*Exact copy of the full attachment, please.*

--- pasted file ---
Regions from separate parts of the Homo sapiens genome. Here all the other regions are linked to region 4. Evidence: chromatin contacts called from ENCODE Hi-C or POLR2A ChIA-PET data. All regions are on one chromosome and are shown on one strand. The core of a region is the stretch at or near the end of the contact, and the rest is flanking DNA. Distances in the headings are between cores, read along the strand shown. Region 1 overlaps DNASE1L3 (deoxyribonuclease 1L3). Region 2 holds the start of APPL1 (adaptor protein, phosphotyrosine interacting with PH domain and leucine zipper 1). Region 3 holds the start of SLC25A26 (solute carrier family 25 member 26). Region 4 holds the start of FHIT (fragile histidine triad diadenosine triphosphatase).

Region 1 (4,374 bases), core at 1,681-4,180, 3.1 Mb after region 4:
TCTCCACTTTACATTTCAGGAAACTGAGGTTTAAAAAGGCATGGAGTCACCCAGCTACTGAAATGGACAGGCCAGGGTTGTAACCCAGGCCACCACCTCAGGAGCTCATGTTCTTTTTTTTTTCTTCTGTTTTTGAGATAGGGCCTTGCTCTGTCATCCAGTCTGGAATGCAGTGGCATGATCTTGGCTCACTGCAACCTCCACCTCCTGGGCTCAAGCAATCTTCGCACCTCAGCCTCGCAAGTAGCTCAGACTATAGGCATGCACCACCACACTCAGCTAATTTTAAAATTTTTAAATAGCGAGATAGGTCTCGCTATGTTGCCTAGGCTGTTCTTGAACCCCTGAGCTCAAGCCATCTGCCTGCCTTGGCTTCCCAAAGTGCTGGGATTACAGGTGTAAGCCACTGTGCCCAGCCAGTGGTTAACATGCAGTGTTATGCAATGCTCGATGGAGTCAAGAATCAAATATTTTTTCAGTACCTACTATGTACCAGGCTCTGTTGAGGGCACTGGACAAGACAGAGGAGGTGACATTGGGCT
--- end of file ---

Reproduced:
Regions from separate parts of the Homo sapiens genome. Here all the other regions are linked to region 4. Evidence: chromatin contacts called from ENCODE Hi-C or POLR2A ChIA-PET data. All regions are on one chromosome and are shown on one strand. The core of a region is the stretch at or near the end of the contact, and the rest is flanking DNA. Distances in the headings are between cores, read along the strand shown. Region 1 overlaps DNASE1L3 (deoxyribonuclease 1L3). Region 2 holds the start of APPL1 (adaptor protein, phosphotyrosine interacting with PH domain and leucine zipper 1). Region 3 holds the start of SLC25A26 (solute carrier family 25 member 26). Region 4 holds the start of FHIT (fragile histidine triad diadenosine triphosphatase).

Region 1 (4,374 bases), core at 1,681-4,180, 3.1 Mb after region 4:
TCTCCACTTTACATTTCAGGAAACTGAGGTTTAAAAAGGCATGGAGTCACCCAGCTACTGAAATGGACAGGCCAGGGTTGTAACCCAGGCCACCACCTCAGGAGCTCATGTTCTTTTTTTTTTCTTCTGTTTTTGAGATAGGGCCTTGCTCTGTCATCCAGTCTGGAATGCAGTGGCATGATCTTGGCTCACTGCAACCTCCACCTCCTGGGCTCAAGCAATCTTCGCACCTCAGCCTCGCAAGTAGCTCAGACTATAGGCATGCACCACCACACTCAGCTAATTTTAAAATTTTTAAATAGCGAGATAGGTCTCGCTATGTTGCCTAGGCTGTTCTTGAACCCCTGAGCTCAAGCCATCTGCCTGCCTTGGCTTCCCAAAGTGCTGGGATTACAGGTGTAAGCCACTGTGCCCAGCCAGTGGTTAACATGCAGTGTTATGCAATGCTCGATGGAGTCAAGAATCAAATATTTTTTCAGTACCTACTATGTACCAGGCTCTGTTGAGGGCACTGGACAAGACAGAGGAGGTGACATTGGGCT